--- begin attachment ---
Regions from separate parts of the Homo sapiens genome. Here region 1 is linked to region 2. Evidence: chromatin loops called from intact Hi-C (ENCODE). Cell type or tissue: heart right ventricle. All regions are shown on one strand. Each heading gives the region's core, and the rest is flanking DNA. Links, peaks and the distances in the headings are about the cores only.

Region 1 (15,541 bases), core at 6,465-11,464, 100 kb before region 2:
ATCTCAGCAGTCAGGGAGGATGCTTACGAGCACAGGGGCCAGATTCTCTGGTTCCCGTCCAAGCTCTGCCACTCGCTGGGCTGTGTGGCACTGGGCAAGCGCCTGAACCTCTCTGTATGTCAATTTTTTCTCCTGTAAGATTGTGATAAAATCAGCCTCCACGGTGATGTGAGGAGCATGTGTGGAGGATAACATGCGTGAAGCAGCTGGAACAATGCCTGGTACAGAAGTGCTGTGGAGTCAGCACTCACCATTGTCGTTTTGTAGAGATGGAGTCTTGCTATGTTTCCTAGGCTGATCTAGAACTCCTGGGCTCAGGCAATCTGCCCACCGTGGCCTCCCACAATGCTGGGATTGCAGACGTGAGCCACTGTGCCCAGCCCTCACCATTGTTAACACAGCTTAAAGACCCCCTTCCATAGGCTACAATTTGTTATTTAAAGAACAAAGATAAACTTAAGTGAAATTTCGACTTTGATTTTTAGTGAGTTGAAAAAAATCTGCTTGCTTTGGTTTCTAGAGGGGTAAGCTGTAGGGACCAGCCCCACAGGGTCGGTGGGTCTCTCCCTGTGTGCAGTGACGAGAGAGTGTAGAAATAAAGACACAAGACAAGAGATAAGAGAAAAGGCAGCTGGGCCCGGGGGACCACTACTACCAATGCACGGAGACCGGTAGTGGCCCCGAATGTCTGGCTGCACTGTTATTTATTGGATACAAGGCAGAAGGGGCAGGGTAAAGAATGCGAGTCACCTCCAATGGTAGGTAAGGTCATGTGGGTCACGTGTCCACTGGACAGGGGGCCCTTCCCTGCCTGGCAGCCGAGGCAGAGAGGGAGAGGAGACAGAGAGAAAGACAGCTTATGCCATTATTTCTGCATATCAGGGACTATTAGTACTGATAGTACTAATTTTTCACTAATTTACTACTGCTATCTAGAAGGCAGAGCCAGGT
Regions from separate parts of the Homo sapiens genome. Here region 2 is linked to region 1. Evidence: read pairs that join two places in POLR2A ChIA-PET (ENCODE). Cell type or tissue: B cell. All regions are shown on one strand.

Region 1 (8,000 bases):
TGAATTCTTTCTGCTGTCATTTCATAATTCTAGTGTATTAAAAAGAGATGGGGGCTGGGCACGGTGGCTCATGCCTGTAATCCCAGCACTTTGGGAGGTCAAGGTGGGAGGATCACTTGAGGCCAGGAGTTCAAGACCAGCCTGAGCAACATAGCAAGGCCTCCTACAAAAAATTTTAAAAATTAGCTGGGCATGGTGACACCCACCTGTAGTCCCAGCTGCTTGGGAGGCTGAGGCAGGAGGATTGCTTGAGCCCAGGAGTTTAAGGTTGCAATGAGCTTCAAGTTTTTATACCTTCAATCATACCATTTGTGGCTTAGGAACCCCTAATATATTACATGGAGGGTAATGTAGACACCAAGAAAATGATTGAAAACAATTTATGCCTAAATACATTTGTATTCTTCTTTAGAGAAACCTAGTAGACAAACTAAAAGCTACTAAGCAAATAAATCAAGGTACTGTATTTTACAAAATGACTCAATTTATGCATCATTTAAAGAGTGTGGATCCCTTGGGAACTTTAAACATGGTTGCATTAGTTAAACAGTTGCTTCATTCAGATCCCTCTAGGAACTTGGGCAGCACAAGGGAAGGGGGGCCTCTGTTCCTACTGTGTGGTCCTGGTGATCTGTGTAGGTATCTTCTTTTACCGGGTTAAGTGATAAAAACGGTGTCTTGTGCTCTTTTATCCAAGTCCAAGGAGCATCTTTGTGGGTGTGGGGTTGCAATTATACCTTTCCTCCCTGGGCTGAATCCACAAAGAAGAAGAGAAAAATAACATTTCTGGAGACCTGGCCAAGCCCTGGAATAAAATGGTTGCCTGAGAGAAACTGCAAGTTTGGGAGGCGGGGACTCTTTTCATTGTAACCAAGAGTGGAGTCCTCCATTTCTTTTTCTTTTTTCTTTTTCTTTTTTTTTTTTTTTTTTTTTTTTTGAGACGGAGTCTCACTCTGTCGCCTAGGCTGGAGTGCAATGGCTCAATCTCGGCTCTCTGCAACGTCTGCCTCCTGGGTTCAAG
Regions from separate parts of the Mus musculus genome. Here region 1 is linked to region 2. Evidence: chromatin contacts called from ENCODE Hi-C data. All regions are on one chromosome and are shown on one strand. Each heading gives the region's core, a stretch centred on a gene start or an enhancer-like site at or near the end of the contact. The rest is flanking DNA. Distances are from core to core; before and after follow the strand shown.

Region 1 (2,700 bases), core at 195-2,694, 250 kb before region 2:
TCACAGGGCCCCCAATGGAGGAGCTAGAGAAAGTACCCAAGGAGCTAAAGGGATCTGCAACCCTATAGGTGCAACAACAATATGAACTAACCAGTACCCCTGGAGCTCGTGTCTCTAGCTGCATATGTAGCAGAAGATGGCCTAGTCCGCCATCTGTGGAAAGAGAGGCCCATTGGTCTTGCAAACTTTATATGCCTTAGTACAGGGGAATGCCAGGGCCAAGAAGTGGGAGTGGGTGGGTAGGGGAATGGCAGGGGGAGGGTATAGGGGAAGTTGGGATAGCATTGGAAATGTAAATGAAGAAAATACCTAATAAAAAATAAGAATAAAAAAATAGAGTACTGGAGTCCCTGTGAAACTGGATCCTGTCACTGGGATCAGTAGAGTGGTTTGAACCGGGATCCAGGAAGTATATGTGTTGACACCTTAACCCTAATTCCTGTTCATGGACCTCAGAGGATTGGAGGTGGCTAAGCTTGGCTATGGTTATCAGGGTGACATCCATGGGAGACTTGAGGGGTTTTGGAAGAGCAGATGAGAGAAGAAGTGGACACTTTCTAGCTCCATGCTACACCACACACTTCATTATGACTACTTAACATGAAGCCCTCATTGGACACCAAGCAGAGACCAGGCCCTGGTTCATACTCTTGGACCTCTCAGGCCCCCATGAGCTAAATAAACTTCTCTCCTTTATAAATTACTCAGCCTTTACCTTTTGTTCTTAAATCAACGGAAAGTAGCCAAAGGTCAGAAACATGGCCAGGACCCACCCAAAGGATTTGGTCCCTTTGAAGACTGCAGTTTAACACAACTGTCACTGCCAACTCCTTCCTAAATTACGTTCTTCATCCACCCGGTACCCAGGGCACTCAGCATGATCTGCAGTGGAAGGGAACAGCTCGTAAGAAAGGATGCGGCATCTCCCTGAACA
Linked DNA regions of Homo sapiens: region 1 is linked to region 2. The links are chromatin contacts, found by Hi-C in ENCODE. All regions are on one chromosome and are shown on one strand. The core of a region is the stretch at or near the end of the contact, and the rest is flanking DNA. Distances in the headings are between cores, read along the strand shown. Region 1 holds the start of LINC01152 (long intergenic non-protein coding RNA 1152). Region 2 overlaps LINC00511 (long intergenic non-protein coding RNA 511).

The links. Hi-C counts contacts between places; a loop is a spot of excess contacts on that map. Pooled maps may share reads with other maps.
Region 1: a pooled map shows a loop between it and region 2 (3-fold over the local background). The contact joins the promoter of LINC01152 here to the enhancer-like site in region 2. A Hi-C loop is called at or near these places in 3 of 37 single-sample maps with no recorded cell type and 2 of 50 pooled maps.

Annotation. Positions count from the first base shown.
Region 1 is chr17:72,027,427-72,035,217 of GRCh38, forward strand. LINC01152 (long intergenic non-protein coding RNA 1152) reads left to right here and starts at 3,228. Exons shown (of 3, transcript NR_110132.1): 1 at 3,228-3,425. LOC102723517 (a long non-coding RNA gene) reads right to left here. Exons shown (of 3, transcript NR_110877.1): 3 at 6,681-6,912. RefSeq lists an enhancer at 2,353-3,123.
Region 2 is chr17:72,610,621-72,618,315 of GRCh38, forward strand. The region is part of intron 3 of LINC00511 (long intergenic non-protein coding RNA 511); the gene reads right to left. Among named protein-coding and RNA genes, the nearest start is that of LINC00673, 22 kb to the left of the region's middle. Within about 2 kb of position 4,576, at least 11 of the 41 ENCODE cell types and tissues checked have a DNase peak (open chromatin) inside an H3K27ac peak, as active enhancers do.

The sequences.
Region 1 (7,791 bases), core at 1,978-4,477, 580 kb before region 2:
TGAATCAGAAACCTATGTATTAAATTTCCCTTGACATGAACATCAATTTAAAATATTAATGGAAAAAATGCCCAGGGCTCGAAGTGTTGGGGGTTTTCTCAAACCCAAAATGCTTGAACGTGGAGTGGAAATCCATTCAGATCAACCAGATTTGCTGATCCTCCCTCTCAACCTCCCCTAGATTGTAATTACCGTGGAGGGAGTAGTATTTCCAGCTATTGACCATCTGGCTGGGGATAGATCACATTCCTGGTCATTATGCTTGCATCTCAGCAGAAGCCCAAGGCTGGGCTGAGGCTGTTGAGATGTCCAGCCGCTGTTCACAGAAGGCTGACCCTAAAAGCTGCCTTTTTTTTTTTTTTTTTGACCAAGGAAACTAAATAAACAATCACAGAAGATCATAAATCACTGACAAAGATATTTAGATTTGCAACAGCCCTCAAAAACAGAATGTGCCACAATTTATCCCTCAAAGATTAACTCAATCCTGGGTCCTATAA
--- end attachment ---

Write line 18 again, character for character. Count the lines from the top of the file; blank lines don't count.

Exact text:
TGAATCAGAAACCTATGTATTAAATTTCCCTTGACATGAACATCAATTTAAAATATTAATGGAAAAAATGCCCAGGGCTCGAAGTGTTGGGGGTTTTCTCAAACCCAAAATGCTTGAACGTGGAGTGGAAATCCATTCAGATCAACCAGATTTGCTGATCCTCCCTCTCAACCTCCCCTAGATTGTAATTACCGTGGAGGGAGTAGTATTTCCAGCTATTGACCATCTGGCTGGGGATAGATCACATTCCTGGTCATTATGCTTGCATCTCAGCAGAAGCCCAAGGCTGGGCTGAGGCTGTTGAGATGTCCAGCCGCTGTTCACAGAAGGCTGACCCTAAAAGCTGCCTTTTTTTTTTTTTTTTTGACCAAGGAAACTAAATAAACAATCACAGAAGATCATAAATCACTGACAAAGATATTTAGATTTGCAACAGCCCTCAAAAACAGAATGTGCCACAATTTATCCCTCAAAGATTAACTCAATCCTGGGTCCTATAA